Basketball Ireland have questioned the Government's financial rescue package for the FAI, and are seeking an early post-election meeting to address issues over funding and administration.
Last week, the Government announced that it will double the FAI’s funding and give them an interest free loan of €2.5 million annually for the next three years as part of a refinancing arrangement to help save the organisation.
With debts of €62m, the FAI desperately needed an immediate cash injection to continue to trade.
Minister for Sport Shane Ross and Minister of State Brendan Griffin met representatives from UEFA, the FAI, and the Bank of Ireland at the Department of Transport, Tourism and Sport before an agreement was put in place.
However, a statement from Basketball Ireland has pointed towards "double standards" as to how the two sports bodies were treated during periods of financial strife.
The statement read: "The basketball community in Ireland has been following with interest the announcement surrounding another major sports body, which has benefited from a funding agreement in recent days to allow it time and resources to recover from financial difficulties.
"While we wish those involved in that sport the very best in navigating their way through what will undoubtedly be a difficult few years to come, the Board wishes to express the frustration of many basketball enthusiasts in our 300,000+ strong community, as it would appear that double standards may be at play for sports that fall outside what are considered the popular sports.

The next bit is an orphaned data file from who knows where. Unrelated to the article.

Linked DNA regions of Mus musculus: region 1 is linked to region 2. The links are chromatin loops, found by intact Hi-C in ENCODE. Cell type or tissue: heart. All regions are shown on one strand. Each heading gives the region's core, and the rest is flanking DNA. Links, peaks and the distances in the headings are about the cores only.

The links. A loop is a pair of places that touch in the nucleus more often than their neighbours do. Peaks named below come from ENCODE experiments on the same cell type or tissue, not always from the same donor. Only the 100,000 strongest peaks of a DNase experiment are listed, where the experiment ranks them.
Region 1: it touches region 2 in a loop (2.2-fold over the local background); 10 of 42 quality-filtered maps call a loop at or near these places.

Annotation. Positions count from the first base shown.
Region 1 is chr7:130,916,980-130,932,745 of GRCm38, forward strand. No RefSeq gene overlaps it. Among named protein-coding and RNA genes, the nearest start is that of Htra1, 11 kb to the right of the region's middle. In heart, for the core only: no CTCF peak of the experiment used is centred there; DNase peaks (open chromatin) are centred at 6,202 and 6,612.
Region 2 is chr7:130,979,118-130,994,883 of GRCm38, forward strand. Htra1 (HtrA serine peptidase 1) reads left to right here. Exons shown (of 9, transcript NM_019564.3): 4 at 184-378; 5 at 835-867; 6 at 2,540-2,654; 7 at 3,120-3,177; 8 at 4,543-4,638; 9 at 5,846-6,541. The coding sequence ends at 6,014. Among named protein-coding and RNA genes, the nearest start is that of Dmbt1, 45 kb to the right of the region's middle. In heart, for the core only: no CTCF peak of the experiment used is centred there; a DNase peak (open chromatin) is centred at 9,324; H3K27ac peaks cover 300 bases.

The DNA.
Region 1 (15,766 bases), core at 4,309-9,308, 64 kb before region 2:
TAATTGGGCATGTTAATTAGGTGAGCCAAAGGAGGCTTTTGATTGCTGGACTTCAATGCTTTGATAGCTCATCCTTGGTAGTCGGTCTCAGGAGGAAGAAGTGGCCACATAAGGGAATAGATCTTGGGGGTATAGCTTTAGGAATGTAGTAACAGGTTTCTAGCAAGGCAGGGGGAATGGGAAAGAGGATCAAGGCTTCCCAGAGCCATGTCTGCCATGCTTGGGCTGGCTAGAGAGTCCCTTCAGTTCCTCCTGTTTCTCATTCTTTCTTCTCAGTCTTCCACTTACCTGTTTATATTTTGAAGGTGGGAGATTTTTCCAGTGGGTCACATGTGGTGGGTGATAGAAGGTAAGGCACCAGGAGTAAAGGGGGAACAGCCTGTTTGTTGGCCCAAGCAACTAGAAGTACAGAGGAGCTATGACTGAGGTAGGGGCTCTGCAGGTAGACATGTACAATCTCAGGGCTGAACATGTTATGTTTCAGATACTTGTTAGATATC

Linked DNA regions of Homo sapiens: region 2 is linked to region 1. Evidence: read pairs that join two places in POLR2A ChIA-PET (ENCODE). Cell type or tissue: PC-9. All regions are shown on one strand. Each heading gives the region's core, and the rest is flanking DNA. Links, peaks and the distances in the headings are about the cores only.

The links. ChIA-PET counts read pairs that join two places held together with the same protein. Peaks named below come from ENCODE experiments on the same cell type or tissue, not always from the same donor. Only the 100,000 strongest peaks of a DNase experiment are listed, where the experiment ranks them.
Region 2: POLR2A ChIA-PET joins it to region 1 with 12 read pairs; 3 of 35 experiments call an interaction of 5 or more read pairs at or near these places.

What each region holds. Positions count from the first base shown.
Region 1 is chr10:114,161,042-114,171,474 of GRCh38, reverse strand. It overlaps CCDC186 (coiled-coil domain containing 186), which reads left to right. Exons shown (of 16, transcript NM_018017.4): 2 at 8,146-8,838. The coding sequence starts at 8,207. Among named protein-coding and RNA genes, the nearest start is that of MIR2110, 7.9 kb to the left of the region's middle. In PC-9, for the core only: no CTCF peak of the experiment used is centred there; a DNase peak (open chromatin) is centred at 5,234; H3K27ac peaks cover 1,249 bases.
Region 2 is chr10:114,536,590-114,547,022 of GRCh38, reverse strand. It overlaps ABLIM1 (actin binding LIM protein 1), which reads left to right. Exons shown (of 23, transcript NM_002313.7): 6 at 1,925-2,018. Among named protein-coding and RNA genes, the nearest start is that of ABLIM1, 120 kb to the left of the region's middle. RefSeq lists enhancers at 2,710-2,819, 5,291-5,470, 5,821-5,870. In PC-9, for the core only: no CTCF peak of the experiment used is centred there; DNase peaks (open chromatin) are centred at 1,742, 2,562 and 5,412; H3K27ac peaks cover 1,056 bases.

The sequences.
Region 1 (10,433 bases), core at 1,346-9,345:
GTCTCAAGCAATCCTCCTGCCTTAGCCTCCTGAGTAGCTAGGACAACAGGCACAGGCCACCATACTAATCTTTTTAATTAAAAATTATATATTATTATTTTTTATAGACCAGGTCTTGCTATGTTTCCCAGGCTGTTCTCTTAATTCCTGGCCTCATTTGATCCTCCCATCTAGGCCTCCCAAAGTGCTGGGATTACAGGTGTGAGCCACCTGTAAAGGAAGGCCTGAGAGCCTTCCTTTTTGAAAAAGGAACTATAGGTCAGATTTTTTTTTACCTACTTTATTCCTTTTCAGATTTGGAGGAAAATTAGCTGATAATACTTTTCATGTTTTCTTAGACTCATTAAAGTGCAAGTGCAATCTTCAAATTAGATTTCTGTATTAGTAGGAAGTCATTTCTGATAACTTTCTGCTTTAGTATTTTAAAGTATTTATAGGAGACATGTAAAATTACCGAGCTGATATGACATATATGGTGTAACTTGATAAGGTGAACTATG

"In 2008, when Basketball Ireland ran into financial difficulties, we found ourselves with an unexpected black hole of debt and financial penalties totalling €1.5m.
"At our darkest time, a similar agreement to that which was awarded last week would have considerably changed the trajectory of Basketball Ireland, and would have proven to be a lifeline.
"Instead, the organisation entered a difficult period with no financial assistance and was forced to: Call an immediate halt to our international team programmes, thus damaging the career prospects of a large number of underage players, make half of our employees redundant and reduce the debt through putting a levy on our own members.
"Since then, Basketball Ireland has turned its position around completely while receiving no financial help, but plenty of plaudits."
The organisation also pointed to hefty sanctions imposed on it by the Department of Transport, Tourism and Sport in 2013.
The sanctions followed discovery in 2009 that a sum of grant money given to Basketball Ireland had not been used for the intended purpose.
The governing body was ordered to repay €124,000 in grant money to the department, was banned from applying for funding under the Sports Capital Programme for five years and had a provisional grant of €500,000 for renewal work at the National Basketball Arena withdrawn.
The chief executive of Basketball Ireland is Bernard O'Byrne, a former FAI CEO who took early retirement from the association in 2007.
O'Byrne made his own views on the government deal known on his Twitter account last week.
So whos on the moral high ground now from which Basketball was dictated too when it was in trouble? Where was our bailout?Members and clubs took the pain and the hit. Still grossly underfunded while grubby politicians and lackeys make behind the door deals. #shameonyouall— Bernard O'Byrne (@BernardOByrne) January 30, 2020